Beard stopped by my office on a different mission last week. He wanted to show me a copy of a story from the Mulberry Press (Fla.) featuring a picture of him and former Warwick resident Kevin J. McAteer. Beard had just returned from a couple of weeks with McAteer. The Florida paper gave him an extended write-up, relating how he was chairman of the Labor Standards Committee and the legislation he sponsored that lead to the content labeling on everything from shredded wheat to a can of Coke.
Beard said that all started when House Speaker Tip O’Neill asked him to find out what was in his cereal. Beard got back to his office and started making calls. One food company after the next told him that was none of his business, that it was “proprietary” information. That got him going.
Then Beard reminded me of the time he was snubbed by President Jimmy Carter, on the president’s visit to Rhode Island. While other members of the Congressional delegation got to ride in the president’s car from Green Airport to Providence, Beard didn’t. It made a big splash at the time.
“Carter was a very vindictive guy,” Beard explained. What rubbed Carter wrong was Beard’s assessment of his performance. The president wanted to know what Rhode Islanders thought and Beard gave him the unvarnished truth. As it turned out, it wasn’t the last time Beard gave the president a piece of his mind.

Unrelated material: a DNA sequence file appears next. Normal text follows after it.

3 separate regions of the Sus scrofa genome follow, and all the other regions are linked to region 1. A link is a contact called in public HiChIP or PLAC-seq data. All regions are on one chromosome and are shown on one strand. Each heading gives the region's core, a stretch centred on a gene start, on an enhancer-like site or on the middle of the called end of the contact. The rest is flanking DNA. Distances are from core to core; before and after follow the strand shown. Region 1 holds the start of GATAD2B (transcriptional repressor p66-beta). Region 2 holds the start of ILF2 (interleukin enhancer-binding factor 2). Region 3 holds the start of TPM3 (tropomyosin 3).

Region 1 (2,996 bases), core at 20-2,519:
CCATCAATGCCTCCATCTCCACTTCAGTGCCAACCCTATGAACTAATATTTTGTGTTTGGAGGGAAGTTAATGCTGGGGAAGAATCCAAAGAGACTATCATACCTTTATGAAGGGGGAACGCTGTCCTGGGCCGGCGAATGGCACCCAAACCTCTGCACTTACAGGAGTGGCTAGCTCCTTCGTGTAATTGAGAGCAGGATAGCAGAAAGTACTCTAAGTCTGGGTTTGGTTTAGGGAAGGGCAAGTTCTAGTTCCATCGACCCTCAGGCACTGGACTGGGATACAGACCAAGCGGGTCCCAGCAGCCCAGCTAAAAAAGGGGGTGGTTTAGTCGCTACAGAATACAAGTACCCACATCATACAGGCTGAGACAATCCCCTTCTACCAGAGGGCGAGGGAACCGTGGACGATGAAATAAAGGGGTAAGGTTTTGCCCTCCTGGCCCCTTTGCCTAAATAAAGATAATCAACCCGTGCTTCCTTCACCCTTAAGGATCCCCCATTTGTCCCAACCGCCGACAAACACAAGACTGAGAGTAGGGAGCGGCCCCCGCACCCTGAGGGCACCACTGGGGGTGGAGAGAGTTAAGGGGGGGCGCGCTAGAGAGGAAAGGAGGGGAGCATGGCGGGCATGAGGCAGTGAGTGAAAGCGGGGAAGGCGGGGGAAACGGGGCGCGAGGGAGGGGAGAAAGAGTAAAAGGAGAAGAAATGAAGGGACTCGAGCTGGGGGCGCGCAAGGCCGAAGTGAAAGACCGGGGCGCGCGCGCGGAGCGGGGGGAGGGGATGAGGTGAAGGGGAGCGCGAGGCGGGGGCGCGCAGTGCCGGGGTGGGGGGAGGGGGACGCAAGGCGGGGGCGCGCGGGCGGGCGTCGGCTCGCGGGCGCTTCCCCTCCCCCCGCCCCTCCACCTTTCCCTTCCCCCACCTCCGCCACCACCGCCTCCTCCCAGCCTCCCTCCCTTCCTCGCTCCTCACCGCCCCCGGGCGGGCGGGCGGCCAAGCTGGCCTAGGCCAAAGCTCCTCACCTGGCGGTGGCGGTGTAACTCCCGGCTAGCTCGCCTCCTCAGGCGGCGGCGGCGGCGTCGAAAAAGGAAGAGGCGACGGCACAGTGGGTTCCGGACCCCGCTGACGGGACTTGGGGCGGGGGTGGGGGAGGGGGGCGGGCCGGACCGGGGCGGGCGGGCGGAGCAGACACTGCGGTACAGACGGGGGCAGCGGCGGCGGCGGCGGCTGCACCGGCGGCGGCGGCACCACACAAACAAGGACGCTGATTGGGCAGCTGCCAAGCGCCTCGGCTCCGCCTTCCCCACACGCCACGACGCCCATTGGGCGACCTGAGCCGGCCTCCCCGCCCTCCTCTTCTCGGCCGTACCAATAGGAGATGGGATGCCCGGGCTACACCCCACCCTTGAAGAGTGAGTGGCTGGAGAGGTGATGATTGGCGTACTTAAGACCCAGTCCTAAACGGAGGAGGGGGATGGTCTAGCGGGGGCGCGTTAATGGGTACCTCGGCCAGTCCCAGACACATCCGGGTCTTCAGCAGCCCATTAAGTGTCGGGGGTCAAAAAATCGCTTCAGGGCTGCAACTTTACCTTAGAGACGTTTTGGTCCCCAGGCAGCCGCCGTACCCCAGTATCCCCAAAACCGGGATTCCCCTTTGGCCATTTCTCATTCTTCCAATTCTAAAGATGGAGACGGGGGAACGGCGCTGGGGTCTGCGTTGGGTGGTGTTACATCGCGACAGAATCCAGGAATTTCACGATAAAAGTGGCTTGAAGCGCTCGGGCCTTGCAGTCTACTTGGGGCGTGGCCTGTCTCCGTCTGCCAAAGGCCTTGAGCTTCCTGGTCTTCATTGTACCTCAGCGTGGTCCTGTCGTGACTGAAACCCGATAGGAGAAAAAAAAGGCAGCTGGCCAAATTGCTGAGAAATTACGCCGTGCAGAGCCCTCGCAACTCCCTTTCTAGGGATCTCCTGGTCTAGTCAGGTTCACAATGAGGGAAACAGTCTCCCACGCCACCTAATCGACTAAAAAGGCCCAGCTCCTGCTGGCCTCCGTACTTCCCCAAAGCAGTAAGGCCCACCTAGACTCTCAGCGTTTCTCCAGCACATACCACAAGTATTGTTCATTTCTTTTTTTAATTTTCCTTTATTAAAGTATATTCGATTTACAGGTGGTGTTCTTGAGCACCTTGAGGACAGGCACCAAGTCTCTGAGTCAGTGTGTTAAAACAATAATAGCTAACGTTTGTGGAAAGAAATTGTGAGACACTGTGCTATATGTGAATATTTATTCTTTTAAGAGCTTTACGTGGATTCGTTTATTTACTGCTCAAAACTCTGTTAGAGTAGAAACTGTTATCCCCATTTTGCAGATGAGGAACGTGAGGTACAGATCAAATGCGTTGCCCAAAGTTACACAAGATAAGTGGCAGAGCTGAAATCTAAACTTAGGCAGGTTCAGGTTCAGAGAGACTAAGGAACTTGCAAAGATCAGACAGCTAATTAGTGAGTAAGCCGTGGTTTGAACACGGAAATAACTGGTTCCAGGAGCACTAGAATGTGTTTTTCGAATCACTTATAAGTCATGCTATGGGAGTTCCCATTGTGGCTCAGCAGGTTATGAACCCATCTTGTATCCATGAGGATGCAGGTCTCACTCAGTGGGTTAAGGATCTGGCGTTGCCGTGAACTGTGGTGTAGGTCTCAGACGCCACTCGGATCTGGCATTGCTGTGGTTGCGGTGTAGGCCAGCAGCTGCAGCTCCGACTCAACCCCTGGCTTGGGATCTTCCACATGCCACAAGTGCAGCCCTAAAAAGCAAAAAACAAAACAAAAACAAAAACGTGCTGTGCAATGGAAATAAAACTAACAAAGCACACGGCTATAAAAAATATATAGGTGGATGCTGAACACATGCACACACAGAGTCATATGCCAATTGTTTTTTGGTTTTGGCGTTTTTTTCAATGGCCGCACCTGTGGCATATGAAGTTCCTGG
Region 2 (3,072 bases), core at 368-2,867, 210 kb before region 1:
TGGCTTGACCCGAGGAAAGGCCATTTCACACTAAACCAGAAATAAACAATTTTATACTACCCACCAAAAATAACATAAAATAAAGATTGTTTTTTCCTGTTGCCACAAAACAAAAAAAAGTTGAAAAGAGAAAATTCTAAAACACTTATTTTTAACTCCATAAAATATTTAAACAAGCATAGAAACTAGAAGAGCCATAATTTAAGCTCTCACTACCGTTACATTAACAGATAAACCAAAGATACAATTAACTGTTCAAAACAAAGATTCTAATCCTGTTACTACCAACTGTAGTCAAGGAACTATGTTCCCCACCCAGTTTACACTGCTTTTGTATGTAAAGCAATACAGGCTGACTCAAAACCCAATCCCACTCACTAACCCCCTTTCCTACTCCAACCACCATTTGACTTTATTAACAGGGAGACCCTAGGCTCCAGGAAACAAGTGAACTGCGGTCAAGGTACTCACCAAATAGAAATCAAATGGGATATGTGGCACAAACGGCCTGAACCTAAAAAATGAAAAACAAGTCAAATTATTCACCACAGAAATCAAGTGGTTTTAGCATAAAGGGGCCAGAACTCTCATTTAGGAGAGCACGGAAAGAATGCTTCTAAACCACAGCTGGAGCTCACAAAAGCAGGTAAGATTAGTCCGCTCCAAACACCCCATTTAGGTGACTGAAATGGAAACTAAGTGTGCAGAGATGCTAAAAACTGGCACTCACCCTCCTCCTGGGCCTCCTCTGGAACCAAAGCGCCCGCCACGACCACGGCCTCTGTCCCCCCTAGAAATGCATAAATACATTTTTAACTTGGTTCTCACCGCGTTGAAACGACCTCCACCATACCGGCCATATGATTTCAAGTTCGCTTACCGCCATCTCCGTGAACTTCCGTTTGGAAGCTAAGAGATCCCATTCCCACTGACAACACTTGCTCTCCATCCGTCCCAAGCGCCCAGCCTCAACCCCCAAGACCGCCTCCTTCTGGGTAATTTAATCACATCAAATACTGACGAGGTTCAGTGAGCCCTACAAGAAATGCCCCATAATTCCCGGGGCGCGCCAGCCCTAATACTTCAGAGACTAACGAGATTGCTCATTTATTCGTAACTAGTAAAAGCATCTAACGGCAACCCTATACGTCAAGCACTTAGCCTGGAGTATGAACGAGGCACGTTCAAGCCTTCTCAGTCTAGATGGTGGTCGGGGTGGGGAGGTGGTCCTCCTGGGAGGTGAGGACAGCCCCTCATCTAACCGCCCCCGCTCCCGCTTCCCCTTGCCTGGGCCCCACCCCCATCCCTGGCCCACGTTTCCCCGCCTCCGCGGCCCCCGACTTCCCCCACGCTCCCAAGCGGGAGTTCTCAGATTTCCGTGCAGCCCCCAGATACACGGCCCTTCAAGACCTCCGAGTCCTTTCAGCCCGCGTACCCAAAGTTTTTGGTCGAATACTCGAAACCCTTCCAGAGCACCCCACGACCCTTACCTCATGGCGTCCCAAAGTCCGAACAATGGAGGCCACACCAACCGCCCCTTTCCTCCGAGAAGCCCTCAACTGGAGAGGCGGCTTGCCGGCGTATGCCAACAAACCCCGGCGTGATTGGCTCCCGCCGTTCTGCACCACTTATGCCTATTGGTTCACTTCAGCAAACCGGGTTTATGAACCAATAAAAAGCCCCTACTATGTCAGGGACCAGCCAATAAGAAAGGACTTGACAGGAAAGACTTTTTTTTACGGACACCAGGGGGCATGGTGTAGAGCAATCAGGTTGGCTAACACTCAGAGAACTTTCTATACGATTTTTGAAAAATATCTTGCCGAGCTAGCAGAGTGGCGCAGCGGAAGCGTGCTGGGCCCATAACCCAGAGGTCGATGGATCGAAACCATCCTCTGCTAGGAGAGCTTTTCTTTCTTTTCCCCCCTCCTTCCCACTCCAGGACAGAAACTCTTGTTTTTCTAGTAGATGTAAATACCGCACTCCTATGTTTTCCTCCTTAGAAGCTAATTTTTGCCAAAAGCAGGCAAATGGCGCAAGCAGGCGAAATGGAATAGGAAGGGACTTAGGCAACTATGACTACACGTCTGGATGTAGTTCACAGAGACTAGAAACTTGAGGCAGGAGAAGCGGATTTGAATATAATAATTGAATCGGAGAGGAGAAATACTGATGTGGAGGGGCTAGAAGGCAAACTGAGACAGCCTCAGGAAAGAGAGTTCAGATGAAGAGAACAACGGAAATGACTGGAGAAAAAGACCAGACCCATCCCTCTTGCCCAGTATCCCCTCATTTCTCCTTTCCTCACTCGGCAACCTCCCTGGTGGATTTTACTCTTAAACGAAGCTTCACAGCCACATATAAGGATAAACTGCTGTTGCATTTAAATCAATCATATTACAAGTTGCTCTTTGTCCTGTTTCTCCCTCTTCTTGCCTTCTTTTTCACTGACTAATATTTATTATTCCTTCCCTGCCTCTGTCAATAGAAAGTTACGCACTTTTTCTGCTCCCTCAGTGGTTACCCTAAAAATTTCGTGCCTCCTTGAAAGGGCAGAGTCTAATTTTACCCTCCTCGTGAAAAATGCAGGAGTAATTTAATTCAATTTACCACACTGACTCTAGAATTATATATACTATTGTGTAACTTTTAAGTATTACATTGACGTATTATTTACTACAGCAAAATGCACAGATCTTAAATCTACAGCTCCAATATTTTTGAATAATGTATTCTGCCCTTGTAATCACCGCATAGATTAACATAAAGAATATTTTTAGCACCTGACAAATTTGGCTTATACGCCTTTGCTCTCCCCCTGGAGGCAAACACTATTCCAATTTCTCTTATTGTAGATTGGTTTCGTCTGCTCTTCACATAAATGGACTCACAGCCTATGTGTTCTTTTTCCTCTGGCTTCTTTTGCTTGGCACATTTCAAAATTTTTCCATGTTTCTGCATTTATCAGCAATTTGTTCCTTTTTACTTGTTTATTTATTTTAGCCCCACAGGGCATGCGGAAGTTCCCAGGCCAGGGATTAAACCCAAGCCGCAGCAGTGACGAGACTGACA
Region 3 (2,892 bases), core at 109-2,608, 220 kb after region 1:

On the return to Washington, Carter invited the delegation to join him on Air Force One. Beard tagged along, but when Carter saw him he stopped.
“You take a commercial flight,’” he told me.
Out of the earshot of the others, Beard retorted, “You can take your plane and shove it.”
There were other stories about Pope Paul VI, and colorful characters like Congressman Claude Pepper that will certainly be in the book. And then he had some things to say that probably won’t be in the book.
He talked about his Parkinson’s and how the medication he takes can make him emotional. At one point he broke down into tears.
“God has a plan for all of us,” he said.
He took pride in telling me about his daughter, Diane Brennan, the executive secretary to a senior vice president at Citizens Bank and his son, Edward, who, since he was a child, has been an artist.
“He has outdone me worldwide,” he said, describing how his son’s shows in Germany and Japan have attracted thousands. Three of Edward’s paintings are in the Vatican, Beard said.
“I’ll leave a fairly decent legacy for my children and grandchildren,” he said.
Was this an observation or a farewell?
I wasn’t going to ask.
And then he came back to the license plate. He wanted to know if we had carried a story about it because, on returning from Florida, there had been a report about special plates and how he was one of the few to have one. The Providence Journal, not the Beacon, did the story.
Beard wanted me to know that, while entitled to free registration, he has insisted on paying all these years. I suspected that was the reason for his visit. He wanted the truth known.
What I learned was far more. It’s no fluke Eddie was elected, as some of us thought back then. Not only can he relate to people, but he knows what’s right.